Most B-movie fans know the name Larry Buchanan. He’s the director behind such films as “The Eye Creatures,” “Zontar, the Thing from Venus,” “It’s Alive,” and the made for TV classic “Mars Needs Women.” For today’s film, though, Buchanan sets aside the monsters and aliens and instead turns his attention to a famous bank robber. That is, a famous bank robber as played by a 50’s teen heart-throb. Prepare yourself for the screams of many poodle-skirted young girls; here comes Fabian in 1970’s “A Bullet for Pretty Boy.”
The film opens on an Oklahoma farm at the wedding of young Charles Floyd (Fabian) and his new bride Ruby (Astrid Warner). The reception turns out to be a bit wild, though, when some rejects from “Deliverance” drop in to insult the blushing bride. This leads to violence, with Charles beating an apology out of one of the rowdies. There is retaliation, which leads to murder by both parties. Bottom line, Charles Floyd ends up in clink.
Several years later, Floyd busts out of prison and takes refuge in a brothel run by a woman named Beryl (Anne MacAdams). Her brother Wallace (Jeff Alexander) has a dislike for Floyd from the start, especially since the hooker he fancies, Betty (Jocelyn Lane), seems to have eyes for Charles. Wallace ends up giving Charles the nickname “Pretty Boy,” which he hates.
The brothel is also a regular hangout for Ned Short (Michael Haynes) and his gang of bank robbers. Pretty Boy ends up joining the gang and going with on several robberies. Meanwhile, his relationship with Betty blossoms. At one point, the cops do manage to get their hands on the now famous bank robber, but he manages to escape.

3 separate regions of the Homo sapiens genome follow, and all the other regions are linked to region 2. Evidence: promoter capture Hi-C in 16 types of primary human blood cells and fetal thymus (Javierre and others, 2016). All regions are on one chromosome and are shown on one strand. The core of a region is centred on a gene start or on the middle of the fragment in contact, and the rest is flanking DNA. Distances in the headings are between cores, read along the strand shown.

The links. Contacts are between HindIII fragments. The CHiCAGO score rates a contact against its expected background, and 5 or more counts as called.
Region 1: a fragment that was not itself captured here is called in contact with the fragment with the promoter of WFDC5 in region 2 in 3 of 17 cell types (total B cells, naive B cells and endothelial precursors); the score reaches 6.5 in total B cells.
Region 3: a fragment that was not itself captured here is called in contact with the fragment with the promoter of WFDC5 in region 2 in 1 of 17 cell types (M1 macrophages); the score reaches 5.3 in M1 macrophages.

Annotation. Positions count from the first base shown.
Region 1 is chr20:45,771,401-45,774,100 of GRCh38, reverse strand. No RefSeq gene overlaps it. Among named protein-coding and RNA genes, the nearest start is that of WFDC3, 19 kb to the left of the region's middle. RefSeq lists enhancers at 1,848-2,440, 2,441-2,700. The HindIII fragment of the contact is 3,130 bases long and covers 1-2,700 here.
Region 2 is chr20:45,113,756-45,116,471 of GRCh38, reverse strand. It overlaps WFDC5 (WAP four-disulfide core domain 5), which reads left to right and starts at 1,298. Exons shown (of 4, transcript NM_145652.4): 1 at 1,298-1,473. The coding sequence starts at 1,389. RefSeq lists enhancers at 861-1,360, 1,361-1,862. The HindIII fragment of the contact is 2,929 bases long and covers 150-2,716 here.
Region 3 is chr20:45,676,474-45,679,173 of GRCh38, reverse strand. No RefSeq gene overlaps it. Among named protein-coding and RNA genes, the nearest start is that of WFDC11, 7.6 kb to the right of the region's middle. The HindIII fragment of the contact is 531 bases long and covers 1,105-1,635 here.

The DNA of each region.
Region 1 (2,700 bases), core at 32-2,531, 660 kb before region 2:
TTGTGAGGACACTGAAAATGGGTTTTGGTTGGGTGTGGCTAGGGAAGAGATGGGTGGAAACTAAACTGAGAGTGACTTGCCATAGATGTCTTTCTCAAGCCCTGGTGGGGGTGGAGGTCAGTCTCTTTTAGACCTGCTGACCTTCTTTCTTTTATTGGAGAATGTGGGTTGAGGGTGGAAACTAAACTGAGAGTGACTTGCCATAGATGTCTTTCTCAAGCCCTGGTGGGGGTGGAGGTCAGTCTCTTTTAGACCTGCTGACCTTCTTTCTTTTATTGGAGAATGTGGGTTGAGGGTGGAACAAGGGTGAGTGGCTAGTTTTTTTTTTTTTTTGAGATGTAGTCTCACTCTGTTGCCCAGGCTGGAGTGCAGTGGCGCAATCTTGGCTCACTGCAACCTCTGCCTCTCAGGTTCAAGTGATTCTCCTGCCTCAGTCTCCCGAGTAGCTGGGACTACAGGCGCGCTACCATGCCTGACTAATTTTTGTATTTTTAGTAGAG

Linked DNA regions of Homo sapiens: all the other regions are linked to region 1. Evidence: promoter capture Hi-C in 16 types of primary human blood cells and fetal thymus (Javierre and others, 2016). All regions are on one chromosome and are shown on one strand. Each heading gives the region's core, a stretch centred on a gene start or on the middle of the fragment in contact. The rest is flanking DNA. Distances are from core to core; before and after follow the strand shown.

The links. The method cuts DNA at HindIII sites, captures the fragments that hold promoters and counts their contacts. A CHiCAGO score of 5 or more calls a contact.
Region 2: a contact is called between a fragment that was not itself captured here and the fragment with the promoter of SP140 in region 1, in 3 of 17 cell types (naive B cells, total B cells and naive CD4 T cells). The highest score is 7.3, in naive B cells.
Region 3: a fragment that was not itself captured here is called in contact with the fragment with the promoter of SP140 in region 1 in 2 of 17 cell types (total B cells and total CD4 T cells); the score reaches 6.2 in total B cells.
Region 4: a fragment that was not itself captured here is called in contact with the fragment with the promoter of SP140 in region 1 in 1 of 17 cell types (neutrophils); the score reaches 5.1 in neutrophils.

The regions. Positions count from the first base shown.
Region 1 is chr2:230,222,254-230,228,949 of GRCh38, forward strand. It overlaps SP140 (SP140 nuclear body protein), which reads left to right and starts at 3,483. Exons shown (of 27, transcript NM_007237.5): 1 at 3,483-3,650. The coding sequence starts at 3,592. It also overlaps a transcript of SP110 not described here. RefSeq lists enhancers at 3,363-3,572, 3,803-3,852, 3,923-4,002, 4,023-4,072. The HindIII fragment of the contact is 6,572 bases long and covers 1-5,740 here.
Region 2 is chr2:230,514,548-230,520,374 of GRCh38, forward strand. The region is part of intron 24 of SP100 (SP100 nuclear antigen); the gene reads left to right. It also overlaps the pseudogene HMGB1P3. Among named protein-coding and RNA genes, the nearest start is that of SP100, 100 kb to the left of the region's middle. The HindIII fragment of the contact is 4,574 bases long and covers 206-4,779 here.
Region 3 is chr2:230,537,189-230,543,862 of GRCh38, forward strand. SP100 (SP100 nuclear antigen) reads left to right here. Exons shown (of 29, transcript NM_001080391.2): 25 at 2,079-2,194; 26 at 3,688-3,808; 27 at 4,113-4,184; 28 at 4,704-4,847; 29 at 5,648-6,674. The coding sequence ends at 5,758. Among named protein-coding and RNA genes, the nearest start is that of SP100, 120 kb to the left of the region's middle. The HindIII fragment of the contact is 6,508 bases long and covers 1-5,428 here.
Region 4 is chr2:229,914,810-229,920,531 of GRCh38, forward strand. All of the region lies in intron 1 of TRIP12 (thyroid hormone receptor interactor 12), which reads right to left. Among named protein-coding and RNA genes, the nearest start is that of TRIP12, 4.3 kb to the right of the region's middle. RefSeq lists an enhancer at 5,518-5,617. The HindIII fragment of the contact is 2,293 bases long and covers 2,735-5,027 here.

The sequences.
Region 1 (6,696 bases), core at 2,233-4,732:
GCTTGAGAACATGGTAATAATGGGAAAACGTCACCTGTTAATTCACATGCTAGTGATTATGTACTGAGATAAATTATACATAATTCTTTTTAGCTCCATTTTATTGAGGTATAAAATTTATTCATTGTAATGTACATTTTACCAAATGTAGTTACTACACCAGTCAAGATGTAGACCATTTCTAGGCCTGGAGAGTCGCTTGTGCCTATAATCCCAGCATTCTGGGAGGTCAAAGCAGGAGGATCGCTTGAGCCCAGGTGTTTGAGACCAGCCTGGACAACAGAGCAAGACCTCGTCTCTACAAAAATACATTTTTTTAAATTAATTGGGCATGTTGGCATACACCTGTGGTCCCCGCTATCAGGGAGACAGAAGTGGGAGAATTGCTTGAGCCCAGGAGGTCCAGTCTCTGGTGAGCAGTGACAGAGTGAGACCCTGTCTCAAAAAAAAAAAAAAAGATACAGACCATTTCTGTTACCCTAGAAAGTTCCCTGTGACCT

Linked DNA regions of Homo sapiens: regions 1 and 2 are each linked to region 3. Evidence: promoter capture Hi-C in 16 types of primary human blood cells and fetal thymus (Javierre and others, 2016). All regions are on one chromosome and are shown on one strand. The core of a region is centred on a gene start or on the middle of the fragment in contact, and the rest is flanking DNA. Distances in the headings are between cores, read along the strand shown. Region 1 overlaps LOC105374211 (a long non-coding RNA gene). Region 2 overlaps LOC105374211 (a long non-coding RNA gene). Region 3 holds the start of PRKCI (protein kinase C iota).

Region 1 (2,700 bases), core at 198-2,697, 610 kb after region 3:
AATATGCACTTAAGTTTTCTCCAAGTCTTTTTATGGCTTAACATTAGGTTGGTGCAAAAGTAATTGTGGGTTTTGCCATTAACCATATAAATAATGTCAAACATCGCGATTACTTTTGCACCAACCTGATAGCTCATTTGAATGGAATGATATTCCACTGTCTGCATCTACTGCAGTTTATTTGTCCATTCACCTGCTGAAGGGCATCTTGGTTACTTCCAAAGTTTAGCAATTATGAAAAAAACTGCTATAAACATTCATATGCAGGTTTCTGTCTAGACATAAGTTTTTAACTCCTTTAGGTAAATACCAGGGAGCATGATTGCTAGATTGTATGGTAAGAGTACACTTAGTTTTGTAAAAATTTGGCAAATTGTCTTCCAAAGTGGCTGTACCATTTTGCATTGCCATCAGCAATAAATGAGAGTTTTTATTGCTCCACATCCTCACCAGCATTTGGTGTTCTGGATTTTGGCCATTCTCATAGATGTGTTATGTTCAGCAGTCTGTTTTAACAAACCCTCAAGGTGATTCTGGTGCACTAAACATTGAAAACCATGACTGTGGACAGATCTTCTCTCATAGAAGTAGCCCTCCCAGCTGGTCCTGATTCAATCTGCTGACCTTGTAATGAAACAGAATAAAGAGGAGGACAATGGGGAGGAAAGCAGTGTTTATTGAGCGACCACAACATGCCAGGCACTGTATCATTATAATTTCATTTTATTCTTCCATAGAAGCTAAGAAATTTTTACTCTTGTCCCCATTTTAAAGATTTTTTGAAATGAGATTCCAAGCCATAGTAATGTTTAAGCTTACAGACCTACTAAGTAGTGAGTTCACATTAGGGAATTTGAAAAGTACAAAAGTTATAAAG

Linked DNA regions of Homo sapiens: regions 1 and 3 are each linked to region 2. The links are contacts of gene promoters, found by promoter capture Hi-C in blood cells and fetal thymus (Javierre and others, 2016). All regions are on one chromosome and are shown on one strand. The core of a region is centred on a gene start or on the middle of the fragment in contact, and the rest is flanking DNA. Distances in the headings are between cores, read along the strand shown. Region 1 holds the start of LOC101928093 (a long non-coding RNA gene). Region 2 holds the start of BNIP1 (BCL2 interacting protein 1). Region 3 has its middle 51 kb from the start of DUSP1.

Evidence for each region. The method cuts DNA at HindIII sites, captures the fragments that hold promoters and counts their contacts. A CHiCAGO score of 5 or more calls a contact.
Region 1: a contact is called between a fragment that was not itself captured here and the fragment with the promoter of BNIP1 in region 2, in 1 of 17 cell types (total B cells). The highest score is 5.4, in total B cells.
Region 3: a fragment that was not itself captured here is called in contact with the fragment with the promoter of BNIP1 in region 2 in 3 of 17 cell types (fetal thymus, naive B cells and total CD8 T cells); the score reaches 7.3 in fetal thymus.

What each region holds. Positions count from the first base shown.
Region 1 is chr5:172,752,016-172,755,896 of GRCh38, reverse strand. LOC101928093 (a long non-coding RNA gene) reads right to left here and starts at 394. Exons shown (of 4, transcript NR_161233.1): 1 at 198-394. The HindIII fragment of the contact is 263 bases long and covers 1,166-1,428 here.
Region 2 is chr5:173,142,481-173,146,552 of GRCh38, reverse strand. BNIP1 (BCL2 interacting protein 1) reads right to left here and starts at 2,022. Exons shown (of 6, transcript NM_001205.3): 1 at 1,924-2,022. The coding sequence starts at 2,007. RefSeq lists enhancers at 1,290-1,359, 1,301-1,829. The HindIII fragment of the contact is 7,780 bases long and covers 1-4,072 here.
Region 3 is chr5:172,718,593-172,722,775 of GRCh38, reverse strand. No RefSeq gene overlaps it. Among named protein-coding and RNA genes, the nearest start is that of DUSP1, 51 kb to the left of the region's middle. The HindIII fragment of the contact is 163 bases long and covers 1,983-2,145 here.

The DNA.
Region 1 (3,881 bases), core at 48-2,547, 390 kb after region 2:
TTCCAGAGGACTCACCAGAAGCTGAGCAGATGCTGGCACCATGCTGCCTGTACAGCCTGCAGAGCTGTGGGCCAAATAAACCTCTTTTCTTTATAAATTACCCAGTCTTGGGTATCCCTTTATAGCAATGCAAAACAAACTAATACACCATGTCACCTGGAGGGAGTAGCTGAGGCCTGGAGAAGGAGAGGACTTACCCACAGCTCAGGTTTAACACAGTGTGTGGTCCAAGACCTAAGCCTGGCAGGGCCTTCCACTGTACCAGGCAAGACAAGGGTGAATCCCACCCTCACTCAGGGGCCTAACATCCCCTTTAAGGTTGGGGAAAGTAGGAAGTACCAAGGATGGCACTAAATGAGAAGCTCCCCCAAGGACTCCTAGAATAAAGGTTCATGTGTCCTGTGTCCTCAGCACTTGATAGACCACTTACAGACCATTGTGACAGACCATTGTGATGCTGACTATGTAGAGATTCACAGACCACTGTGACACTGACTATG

Eventually, Floyd does return to Oklahoma where he finally gets to see Ruby again. He’s still in love with her, and she with him. However, she knows she can’t go along with him in his life as bank robber. She also doesn’t seem to have too much of a problem with his affair with Betty. As Pretty Boy leaves, he takes on another member of the gang, an old friend called Preacher (Adam Roarke) and another crime spree follows. But, as is the case for most professional bank robbers, Pretty Boy’s days are numbered.
With “Bonnie and Clyde” having been a huge hit in 1967, I’m sure this film was an attempt to capitalize on that success. However, “A Bullet for Pretty Boy” falls way short of Arthur Penn’s violent landmark. This film is just sort of there. I don’t know how historically accurate this film is, but based on it one would think that Pretty Boy Floyd’s life was not all that interesting. I’m not saying that’s the case…I mean this is Larry Buchanan we’re dealing with here! But in this film, Floyd basically just moves from place to place and sometimes he robs a bank. Kind of boring.
One of the biggest problems with the film is that Fabian’s performance lacks in anything remotely close to charisma. Let’s face it, movies that focus on bank robbers, gangsters and other lowlifes succeed when we are given colorful characters who, though repellant, and still interesting. Fabian seems half asleep through much of the film; projecting that he really doesn’t want to be there. I’m sure Pretty Boy Floyd is an interesting figure in the history of American crime, but Fabian and Buchanan just don’t give us anything to care about here.
Buchanan may have directed his fair share of “schlock,” but even schlock can be compelling. That’s not the case here. There may have been “A Bullet for Pretty Boy,” but somebody should have bothered to save one shot and take this film out of it’s misery.